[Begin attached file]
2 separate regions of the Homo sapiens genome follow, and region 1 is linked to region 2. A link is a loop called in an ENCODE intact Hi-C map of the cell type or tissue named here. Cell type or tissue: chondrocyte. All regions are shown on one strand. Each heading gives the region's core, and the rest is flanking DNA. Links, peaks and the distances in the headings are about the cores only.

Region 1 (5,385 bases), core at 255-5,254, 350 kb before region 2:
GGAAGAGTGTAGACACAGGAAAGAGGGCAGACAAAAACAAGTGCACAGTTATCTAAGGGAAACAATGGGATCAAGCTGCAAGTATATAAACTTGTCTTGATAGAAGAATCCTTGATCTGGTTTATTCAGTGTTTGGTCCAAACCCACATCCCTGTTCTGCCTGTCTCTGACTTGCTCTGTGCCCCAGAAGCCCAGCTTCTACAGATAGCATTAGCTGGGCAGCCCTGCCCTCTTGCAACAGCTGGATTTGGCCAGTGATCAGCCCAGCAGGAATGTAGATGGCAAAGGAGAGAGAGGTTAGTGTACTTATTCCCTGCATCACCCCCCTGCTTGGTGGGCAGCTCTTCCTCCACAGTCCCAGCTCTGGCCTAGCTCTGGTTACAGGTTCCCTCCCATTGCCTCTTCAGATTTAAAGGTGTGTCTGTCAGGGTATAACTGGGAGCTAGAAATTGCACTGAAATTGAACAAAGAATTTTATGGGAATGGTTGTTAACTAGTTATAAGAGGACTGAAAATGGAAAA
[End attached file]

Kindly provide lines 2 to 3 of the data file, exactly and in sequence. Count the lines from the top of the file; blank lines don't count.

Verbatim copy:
Region 1 (5,385 bases), core at 255-5,254, 350 kb before region 2:
GGAAGAGTGTAGACACAGGAAAGAGGGCAGACAAAAACAAGTGCACAGTTATCTAAGGGAAACAATGGGATCAAGCTGCAAGTATATAAACTTGTCTTGATAGAAGAATCCTTGATCTGGTTTATTCAGTGTTTGGTCCAAACCCACATCCCTGTTCTGCCTGTCTCTGACTTGCTCTGTGCCCCAGAAGCCCAGCTTCTACAGATAGCATTAGCTGGGCAGCCCTGCCCTCTTGCAACAGCTGGATTTGGCCAGTGATCAGCCCAGCAGGAATGTAGATGGCAAAGGAGAGAGAGGTTAGTGTACTTATTCCCTGCATCACCCCCCTGCTTGGTGGGCAGCTCTTCCTCCACAGTCCCAGCTCTGGCCTAGCTCTGGTTACAGGTTCCCTCCCATTGCCTCTTCAGATTTAAAGGTGTGTCTGTCAGGGTATAACTGGGAGCTAGAAATTGCACTGAAATTGAACAAAGAATTTTATGGGAATGGTTGTTAACTAGTTATAAGAGGACTGAAAATGGAAAA